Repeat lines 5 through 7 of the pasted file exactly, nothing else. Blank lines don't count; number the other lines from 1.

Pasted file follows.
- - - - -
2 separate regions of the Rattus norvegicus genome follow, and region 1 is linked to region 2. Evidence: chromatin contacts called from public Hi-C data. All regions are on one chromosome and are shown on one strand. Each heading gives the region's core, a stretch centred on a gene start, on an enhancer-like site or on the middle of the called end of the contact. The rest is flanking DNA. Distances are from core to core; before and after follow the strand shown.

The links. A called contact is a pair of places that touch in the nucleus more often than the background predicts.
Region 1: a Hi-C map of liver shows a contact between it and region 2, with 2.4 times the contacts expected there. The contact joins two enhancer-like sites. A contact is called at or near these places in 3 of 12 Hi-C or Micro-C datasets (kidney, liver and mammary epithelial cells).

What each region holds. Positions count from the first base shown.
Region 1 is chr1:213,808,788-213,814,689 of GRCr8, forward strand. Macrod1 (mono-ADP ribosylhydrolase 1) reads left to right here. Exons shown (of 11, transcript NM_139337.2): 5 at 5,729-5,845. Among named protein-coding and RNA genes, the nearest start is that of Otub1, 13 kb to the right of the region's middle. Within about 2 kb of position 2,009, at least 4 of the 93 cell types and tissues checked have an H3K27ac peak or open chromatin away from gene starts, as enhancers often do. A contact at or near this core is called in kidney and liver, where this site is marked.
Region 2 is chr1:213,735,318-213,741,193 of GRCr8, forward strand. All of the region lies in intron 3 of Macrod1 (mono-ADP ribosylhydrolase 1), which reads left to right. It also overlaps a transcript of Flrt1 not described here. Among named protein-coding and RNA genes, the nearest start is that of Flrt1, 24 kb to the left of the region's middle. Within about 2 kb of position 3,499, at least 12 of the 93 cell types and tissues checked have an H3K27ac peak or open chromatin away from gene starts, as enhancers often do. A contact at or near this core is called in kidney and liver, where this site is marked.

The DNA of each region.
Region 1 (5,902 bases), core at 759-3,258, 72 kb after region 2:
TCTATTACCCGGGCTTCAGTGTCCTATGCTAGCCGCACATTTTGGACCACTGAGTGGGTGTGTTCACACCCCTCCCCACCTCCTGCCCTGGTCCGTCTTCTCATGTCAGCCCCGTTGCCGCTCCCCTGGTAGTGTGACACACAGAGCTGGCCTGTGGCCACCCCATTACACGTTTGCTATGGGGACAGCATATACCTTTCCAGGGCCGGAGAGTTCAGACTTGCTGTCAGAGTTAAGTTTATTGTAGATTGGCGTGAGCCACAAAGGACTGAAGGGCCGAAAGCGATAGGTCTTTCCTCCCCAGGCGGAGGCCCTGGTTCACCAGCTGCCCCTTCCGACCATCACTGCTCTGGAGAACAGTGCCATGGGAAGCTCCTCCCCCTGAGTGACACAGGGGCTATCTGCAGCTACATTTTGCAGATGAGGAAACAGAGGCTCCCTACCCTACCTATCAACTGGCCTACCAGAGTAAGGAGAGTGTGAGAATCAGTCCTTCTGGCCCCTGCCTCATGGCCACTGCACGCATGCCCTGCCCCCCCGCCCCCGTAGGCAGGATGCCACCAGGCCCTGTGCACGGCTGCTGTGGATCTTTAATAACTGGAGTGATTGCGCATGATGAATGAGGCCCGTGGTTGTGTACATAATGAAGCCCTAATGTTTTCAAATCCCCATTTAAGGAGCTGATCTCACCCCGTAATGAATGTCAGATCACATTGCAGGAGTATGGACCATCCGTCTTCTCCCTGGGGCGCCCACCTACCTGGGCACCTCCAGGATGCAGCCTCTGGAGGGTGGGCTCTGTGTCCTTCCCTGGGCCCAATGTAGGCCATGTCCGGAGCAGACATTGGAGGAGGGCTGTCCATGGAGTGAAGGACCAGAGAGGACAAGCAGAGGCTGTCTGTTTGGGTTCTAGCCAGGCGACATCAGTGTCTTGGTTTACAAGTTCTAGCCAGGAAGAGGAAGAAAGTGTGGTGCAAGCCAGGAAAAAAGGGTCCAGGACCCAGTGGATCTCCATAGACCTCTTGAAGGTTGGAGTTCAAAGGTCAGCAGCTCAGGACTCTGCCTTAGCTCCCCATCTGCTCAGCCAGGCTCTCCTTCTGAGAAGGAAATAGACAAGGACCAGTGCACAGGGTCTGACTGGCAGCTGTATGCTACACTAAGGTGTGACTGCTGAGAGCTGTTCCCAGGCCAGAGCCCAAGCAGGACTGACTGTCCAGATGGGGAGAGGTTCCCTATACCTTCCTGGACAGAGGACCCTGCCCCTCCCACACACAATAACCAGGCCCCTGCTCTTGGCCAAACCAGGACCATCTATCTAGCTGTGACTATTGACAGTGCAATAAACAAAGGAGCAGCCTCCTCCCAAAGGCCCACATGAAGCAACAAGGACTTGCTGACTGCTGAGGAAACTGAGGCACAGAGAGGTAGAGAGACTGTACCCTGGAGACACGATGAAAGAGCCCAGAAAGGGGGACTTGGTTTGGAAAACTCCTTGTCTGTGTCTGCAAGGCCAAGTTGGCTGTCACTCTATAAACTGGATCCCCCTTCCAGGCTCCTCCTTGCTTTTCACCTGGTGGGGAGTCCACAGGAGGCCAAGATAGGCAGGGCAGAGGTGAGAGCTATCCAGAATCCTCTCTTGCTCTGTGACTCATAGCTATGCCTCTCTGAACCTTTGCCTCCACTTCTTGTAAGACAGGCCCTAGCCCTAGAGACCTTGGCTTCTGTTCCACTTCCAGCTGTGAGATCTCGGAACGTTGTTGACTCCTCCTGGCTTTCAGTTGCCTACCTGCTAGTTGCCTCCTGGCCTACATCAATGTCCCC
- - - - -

Region 1 is chr1:213,808,788-213,814,689 of GRCr8, forward strand. Macrod1 (mono-ADP ribosylhydrolase 1) reads left to right here. Exons shown (of 11, transcript NM_139337.2): 5 at 5,729-5,845. Among named protein-coding and RNA genes, the nearest start is that of Otub1, 13 kb to the right of the region's middle. Within about 2 kb of position 2,009, at least 4 of the 93 cell types and tissues checked have an H3K27ac peak or open chromatin away from gene starts, as enhancers often do. A contact at or near this core is called in kidney and liver, where this site is marked.
Region 2 is chr1:213,735,318-213,741,193 of GRCr8, forward strand. All of the region lies in intron 3 of Macrod1 (mono-ADP ribosylhydrolase 1), which reads left to right. It also overlaps a transcript of Flrt1 not described here. Among named protein-coding and RNA genes, the nearest start is that of Flrt1, 24 kb to the left of the region's middle. Within about 2 kb of position 3,499, at least 12 of the 93 cell types and tissues checked have an H3K27ac peak or open chromatin away from gene starts, as enhancers often do. A contact at or near this core is called in kidney and liver, where this site is marked.

The DNA of each region.